Lucentis 38
Cimzia 39
Tysabri 39
Preclinical development of therapeutic drugs 40
Proof of concept 40
Safety profile 40
Conclusions 42

Chapter 2 Identifying non-human monoclonal antibodies 46
Summary 46
Introduction 47
Technology platforms 47
Hybridoma technology 48
RabMAbs 48
SLAM 48
Human Response Platform 49
DIAAD 49
ImmuneY2 50
iMAB 50
Fusion Expression Technology 51
ProMIS 51
AbScreen 51
AbProt 52
BioArctic platform 52
FunctionFIRST 52
Case studies 52
Abbott Labs 53
AbGenomics 53
Alethia 53
Amorfix 53
Arrowsmith Technologies 54
AVEO 55
BioSceptre 55
Canadian Bio Med Systems 55
Cangene 56
CellAct 56
CoGenesys 57
Crucell 57
CSL 58
Daewoong 58
DKFZ 58
Epitomics 59
Fusion Antibodies 59
Ganymed Pharmaceuticals 60
GeNeuro 60
Genitope 60
GSK 61
Heat Biologics 61
Immuno-Biological Labs 61
ImmunoGen 62
Immutep 62
InflaRx 63
Innate Pharma 63
Inotek 63
Intercell 64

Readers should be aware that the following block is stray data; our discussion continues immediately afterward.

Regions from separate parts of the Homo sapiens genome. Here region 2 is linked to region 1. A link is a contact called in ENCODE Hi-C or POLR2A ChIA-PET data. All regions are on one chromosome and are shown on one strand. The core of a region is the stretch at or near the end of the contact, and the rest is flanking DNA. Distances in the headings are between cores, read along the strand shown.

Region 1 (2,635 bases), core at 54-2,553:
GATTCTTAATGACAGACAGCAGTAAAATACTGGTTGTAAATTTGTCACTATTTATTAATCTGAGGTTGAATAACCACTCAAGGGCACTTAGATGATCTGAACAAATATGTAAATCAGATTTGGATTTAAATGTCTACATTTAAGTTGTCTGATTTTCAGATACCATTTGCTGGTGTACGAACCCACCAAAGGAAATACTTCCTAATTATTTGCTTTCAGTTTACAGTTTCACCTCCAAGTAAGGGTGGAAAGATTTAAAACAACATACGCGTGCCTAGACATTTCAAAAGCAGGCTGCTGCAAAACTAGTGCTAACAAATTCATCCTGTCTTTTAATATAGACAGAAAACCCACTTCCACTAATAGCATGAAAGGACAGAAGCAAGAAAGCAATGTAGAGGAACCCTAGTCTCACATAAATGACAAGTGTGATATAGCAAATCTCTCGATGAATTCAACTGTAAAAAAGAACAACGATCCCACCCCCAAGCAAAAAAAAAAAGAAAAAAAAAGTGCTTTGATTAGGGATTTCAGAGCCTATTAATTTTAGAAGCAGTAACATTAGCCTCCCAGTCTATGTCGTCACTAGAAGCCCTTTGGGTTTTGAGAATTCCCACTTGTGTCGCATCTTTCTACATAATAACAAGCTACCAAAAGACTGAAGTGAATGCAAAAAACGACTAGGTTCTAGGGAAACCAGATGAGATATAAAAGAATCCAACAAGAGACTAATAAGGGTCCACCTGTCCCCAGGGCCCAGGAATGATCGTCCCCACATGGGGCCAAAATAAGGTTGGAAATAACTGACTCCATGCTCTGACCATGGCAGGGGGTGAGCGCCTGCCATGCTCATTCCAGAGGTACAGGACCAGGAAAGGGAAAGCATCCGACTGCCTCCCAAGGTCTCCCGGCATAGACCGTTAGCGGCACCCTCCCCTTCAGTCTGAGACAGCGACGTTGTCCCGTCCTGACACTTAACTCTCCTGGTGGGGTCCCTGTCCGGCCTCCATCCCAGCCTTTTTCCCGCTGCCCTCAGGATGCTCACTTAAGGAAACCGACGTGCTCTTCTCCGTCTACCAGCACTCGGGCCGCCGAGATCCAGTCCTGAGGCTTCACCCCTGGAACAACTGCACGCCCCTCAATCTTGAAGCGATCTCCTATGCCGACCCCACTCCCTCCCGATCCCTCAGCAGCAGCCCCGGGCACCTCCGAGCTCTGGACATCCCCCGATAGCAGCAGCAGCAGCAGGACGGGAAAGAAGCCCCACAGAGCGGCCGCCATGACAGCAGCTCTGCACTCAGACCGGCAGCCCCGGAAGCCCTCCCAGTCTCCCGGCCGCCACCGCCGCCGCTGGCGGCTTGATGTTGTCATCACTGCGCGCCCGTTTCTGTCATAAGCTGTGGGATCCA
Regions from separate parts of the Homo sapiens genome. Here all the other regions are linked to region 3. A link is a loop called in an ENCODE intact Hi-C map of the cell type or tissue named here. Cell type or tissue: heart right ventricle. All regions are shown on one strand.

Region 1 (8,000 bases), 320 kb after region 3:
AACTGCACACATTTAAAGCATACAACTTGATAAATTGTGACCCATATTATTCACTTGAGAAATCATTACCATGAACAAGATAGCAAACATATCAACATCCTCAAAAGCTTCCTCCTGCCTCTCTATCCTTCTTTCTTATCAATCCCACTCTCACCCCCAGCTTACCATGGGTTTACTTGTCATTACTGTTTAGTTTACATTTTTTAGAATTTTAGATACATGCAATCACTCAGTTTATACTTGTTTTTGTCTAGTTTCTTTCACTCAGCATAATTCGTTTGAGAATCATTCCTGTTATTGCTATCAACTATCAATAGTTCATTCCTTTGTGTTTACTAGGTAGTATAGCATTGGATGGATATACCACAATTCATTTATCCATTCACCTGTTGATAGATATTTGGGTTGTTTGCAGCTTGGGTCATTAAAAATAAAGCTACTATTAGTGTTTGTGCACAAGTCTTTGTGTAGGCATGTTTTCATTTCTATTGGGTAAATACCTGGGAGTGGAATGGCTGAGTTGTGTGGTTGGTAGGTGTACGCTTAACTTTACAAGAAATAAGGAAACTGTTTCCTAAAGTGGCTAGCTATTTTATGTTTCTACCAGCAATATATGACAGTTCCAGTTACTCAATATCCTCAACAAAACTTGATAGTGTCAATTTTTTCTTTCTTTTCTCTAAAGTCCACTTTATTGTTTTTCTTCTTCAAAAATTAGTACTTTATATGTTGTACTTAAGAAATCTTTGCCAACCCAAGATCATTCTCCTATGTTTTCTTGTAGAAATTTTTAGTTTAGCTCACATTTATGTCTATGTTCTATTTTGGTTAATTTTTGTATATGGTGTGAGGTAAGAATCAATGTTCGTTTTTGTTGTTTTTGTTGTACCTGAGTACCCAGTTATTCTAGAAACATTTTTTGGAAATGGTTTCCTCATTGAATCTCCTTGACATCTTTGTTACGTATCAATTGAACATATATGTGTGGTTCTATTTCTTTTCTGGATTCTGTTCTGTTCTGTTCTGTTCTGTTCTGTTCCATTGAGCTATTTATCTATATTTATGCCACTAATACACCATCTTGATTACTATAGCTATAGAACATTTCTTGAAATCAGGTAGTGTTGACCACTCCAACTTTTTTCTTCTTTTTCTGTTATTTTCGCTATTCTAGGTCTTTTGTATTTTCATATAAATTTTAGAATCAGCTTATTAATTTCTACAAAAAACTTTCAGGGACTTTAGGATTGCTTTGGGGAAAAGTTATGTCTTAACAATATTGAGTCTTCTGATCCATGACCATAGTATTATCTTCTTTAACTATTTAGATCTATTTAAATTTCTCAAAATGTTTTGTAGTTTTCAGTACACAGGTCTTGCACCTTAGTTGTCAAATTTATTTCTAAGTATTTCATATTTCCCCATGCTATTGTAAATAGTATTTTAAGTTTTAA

LigoCyte 64
MedImmune 64
Morphotek 65
NeoGenix 65
Northwest Biotherapeutics 66
Novartis 66
Novo Nordisk 67
OncoMed 67
Perseis Therapeutics 67
Pfizer 68
Pharma Research Toronto 69
Prana Biotech 69
Quest PharmaTech 69
Recepta Biopharma 69
Receptor-Logic 70
Roche 70
Shanghai CP Guojian 71
Suzhou Stainwei Biotech 71
Therapure 71
ThromboGenics 71
Thrombotargets 72
Tolerx 72
Trillium 73
Vaccinex 73
Wilex 73
ZymoGenetics 74
Conclusions 81

Chapter 3 Optimizing full-length antibodies 84
Summary 84
Introduction 85
Technology platforms 86
Chimeric antibodies 86
CDR grafting 88
SMART 90
Superhumanisation 90
Framework Patching 91
Composite Human Antibody 91
ATLAb 92
Humaneering 92
MLG 93
DeImmunisation 93
Humanation 93
Human Engineering 94
FcX 94
The LEX System 94
Potelligent 94
Complegent 95
BestMAb 97
ImmunoBody 97
EB66 97
Synageva Expression Platform 98
XmAb 98
Sugar Engineered Antibodies 99
Wox 99
Case studies 101
Abbott Labs 101
Advanced Immune Therapeutics 102
Alder Biopharm 102
Alethia 103
Alexion 103
Antisoma 103
Arana 104
Attenuon 105
AVEO 106
BioArctic Neuroscience 106
Biogen Idec 106